– What is a CCJ?
A County Court Judgment, or CCJ, is a court order that can be registered against either an individual or a company if they fail to keep up their debt repayments. They apply in England, Wales and Northern Ireland.
Creditors generally only resort to legal action after they have sent a number of bills and reminders that have been ignored. The final communication will be a formal letter warning that if you don’t respond, legal action will commence.
If you don’t do anything, the case will proceed and if the court agrees there’s a debt to be paid, you’ll be sent a judgment containing all the details. The amount owed will now include any interest and court fees that apply. If you don’t pay within a month, then a CCJ will be recorded against you.
CCJs are recorded in the Register of Judgments, Orders and Fines, and also show on your credit record. Records of judgments remain on the Register – and also on your credit report – for six years.
– How do I pay off my CCJ?
If you are taken to court by someone you owe money to and the court agrees there is a debt to be paid, you will be sent a judgment. This will include all the relevant details you need to know, and will tell you:
- How much you owe; this will be the amount of the original debt, plus any interest or court fees that have been added.
- Who you should pay; don’t automatically assume you should send the money to the court, it is more likely you will need to pay the creditor.
- When you should pay by.
- How you should pay; if you have explained that you are in financial difficulties, the court may allow you to pay in instalments. The judgment will tell you how much and how often, and you should agree the payment method (e.g. monthly standing order) with whoever you owe.
– How can I remove a CCJ?
A CCJ will typically remain on your credit report for six years from the date it is registered. It can be removed should it be paid within 30 days of having the CCJ registered against you or where it is acknowledged by the claimant as being registered in error. We suggest you initially contact the company involved together with the credit reference agency it is registered with.
– Do I need to satisfy my CCJ before I can obtain a mortgage?
Not necessarily, no. Different lenders have different criteria, but for many the main considerations are:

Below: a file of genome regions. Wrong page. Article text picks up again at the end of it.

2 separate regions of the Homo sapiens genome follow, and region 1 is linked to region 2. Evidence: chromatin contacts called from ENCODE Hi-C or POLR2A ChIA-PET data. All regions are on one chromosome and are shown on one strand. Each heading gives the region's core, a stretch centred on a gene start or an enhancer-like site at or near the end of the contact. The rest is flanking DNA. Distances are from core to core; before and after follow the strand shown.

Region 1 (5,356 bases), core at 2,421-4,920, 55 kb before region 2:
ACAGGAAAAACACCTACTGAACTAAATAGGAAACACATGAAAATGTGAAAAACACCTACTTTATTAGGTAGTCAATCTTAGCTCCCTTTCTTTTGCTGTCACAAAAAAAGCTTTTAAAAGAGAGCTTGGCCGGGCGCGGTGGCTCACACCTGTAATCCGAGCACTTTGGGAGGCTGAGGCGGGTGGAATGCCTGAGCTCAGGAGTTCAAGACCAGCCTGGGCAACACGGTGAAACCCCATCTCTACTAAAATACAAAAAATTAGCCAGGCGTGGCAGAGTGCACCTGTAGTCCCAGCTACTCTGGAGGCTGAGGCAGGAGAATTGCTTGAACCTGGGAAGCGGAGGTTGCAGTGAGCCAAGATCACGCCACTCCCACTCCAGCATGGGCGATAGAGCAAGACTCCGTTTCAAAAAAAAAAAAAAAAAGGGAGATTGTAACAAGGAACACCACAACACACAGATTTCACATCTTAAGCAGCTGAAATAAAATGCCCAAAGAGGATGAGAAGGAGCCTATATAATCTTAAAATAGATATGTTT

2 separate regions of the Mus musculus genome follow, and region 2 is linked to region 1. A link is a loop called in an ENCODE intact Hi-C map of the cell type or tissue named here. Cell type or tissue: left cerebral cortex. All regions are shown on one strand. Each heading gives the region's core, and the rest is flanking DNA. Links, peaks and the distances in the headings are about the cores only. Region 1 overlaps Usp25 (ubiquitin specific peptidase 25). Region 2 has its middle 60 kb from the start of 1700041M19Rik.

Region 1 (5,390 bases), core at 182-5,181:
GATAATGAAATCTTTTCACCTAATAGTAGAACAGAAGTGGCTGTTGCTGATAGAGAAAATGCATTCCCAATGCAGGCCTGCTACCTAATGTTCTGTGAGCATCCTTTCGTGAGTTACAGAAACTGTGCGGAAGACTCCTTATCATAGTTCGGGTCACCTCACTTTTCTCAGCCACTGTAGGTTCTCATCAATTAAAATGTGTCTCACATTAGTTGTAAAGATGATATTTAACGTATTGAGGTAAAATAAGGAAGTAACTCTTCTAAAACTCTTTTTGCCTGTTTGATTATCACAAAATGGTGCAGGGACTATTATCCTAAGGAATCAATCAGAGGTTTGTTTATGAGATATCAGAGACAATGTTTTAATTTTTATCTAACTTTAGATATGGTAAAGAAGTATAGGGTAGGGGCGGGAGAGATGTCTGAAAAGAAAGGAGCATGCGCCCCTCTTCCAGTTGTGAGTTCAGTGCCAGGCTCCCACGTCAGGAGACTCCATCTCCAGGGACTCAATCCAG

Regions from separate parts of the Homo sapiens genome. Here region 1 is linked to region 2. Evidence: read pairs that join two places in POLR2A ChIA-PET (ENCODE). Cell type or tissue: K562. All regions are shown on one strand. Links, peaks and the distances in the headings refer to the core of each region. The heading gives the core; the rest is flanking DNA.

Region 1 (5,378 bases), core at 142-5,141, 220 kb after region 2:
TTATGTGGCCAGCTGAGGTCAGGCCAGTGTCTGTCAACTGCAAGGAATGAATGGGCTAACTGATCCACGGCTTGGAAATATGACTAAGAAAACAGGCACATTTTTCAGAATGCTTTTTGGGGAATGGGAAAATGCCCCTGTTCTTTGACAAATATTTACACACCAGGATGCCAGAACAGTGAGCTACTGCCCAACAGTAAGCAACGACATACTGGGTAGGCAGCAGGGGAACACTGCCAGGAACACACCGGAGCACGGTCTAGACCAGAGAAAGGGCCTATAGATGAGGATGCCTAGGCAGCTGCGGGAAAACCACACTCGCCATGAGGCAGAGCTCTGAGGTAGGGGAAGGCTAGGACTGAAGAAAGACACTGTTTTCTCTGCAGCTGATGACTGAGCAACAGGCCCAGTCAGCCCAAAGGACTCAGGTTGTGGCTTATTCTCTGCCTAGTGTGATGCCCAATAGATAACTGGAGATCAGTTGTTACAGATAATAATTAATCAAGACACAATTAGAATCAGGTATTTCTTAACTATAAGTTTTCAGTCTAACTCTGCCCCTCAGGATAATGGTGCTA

- How long ago the CCJ was recorded – generally the longer ago it was, the better, but there are lenders who will consider applications from people with more recent CCJs.
- How much the CCJ was for – this, and the age of the CCJ, can affect the loan-to-value ratio a lender is prepared to offer.
- How many CCJs were recorded – one or more recent CCJs will have a bigger impact than one historical CCJ.
- What other credit problems you have had since (if any).
– What is the maximum size CCJ allowable?
Different lenders have different criteria, and they often tie the size of a CCJ to its age when making a decision. For example, a lender might ignore all CCJs over two years old, and accept two CCJs within the previous two years – provided the value is no more than £1,000 in the past year, and no more than £2,500 in the year before.
Generally speaking, the bigger the deposit you can put down, the less stringent they are likely to be.
– Does having a CCJ reduce the amount I can borrow?
Yes, it potentially can, depending on a number of conditions. As a general rule, the older the CCJ, the less impact it will have. One CCJ for a relatively small sum will likely have a lesser impact than one for a large sum, and having a number of CCJs will possibly be a bigger issue than having just the one.
The key figure for lenders is the loan-to-value ratio; the bigger the deposit you can put down or the greater equity you have, the better your chances of getting a mortgage.
– I have paid my CCJ off, why doesn’t it show as satisfied on my report?
When you pay off a debt, the creditor (or their agent) should both send you a letter confirming the debt is cleared and also notify the court, so the public record can be updated.
This won’t happen instantly, unfortunately; things take a little while to go through the system. Once the debt has been cleared, leave it a few weeks then request copies of your credit report from the main UK credit agencies – Experian, Callcredit and Equifax.
If the CCJ still isn’t showing as ‘satisfied’, you’ll need to take action. In the first instance, contact the court for advice (have the details of the judgment handy). For a small fee they can provide a certificate of satisfaction which you can show to a prospective lender while you sort out your credit report details.
Incidentally, you should make sure you have proof of payments made to your creditor so if they don’t tell the court you’ve paid, you can prove you have cleared the debt. If you paid by standing order, then bank statements should do the job.
– What happens if I ignore a CCJ?
If you ignore a CCJ, it may affect your credit rating for up to six years, and failure to pay can also lead to enforcements such as bailiff visits or even a charge against your property.